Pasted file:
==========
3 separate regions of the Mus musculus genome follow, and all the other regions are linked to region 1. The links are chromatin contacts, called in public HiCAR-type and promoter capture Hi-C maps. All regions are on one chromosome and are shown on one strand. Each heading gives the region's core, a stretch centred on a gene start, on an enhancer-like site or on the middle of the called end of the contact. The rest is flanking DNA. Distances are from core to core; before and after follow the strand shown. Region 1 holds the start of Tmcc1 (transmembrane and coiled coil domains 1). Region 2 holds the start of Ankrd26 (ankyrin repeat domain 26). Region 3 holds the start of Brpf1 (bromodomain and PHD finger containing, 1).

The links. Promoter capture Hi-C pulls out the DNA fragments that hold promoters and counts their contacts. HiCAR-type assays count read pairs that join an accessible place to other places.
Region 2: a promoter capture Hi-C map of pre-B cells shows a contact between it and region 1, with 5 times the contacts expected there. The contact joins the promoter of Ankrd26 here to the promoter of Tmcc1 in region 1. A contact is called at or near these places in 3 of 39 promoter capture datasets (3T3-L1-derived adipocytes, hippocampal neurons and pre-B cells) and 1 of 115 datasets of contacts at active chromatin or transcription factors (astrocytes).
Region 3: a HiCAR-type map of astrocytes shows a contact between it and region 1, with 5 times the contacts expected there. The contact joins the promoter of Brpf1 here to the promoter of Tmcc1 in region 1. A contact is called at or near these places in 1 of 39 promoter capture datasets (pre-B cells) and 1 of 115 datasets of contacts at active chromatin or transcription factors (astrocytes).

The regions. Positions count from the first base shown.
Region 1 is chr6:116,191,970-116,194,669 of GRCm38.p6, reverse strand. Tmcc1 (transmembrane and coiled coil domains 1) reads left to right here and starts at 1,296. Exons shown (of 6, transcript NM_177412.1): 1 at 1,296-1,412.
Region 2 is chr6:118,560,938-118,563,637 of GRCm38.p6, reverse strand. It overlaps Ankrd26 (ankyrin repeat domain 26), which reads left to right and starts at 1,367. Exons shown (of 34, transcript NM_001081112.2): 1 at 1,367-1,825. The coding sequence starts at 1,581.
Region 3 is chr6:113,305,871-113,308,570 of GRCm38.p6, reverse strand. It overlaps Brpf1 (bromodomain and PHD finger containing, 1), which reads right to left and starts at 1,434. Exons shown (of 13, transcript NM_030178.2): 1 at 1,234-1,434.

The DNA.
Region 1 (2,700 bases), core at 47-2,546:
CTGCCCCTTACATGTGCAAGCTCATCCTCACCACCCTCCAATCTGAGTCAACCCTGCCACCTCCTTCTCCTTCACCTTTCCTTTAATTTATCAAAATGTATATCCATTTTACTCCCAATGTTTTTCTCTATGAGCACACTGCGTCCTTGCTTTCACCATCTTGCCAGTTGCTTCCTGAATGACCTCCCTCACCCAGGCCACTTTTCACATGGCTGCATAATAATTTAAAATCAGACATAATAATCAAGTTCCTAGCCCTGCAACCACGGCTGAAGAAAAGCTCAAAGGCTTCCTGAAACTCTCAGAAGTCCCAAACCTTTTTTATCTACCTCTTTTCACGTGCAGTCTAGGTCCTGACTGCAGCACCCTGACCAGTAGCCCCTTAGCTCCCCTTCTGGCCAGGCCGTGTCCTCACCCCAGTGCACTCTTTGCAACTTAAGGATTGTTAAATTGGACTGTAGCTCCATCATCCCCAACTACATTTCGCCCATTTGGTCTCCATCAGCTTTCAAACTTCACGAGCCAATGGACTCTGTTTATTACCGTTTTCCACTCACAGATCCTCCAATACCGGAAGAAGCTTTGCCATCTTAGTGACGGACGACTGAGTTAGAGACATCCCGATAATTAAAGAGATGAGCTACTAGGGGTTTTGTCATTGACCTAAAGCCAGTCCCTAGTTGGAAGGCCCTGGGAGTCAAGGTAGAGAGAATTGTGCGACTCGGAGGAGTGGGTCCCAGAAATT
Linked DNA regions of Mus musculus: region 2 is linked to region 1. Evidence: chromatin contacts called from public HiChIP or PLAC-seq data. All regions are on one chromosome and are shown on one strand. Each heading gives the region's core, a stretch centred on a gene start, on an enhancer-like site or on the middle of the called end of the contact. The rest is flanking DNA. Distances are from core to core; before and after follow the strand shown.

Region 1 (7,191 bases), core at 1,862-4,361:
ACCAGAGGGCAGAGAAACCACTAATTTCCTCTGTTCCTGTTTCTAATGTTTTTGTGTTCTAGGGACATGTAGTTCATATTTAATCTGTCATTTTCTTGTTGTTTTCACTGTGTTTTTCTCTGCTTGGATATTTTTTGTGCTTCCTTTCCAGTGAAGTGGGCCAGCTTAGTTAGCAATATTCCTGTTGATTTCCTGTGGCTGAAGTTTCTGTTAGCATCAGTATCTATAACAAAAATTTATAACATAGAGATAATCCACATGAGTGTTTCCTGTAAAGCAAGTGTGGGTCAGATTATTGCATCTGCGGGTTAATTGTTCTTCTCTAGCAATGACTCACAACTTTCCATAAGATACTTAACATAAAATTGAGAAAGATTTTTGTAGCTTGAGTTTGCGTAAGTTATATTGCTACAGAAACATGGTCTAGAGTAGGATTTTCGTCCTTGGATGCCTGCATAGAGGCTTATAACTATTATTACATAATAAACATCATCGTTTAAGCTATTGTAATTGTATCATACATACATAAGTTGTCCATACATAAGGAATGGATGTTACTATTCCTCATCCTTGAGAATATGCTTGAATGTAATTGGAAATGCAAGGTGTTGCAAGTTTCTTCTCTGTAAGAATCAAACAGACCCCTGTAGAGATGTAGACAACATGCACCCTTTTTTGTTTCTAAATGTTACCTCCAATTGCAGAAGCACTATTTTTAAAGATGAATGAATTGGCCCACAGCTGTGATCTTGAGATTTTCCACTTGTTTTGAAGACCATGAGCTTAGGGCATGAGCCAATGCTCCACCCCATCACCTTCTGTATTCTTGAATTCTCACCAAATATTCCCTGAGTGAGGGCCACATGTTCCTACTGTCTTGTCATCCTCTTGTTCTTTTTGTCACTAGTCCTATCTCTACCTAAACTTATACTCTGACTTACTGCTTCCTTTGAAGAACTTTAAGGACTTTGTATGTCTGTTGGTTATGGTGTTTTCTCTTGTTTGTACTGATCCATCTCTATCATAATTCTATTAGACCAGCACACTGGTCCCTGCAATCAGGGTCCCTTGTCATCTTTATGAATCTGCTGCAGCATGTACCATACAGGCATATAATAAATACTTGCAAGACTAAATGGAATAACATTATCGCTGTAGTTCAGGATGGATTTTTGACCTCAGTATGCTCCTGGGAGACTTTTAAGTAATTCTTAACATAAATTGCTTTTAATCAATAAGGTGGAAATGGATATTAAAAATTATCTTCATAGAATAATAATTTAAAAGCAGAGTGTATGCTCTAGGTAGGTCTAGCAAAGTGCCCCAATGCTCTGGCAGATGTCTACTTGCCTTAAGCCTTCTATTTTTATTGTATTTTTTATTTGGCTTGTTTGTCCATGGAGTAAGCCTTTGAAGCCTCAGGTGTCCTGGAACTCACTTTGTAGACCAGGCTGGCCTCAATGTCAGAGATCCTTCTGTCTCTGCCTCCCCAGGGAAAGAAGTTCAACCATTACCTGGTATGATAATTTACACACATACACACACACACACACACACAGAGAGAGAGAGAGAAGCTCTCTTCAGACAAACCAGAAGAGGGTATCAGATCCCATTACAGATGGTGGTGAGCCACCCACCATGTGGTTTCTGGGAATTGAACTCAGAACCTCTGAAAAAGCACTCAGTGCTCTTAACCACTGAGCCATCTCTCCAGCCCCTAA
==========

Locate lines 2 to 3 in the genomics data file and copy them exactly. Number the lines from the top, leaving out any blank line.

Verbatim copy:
The links. Promoter capture Hi-C pulls out the DNA fragments that hold promoters and counts their contacts. HiCAR-type assays count read pairs that join an accessible place to other places.
Region 2: a promoter capture Hi-C map of pre-B cells shows a contact between it and region 1, with 5 times the contacts expected there. The contact joins the promoter of Ankrd26 here to the promoter of Tmcc1 in region 1. A contact is called at or near these places in 3 of 39 promoter capture datasets (3T3-L1-derived adipocytes, hippocampal neurons and pre-B cells) and 1 of 115 datasets of contacts at active chromatin or transcription factors (astrocytes).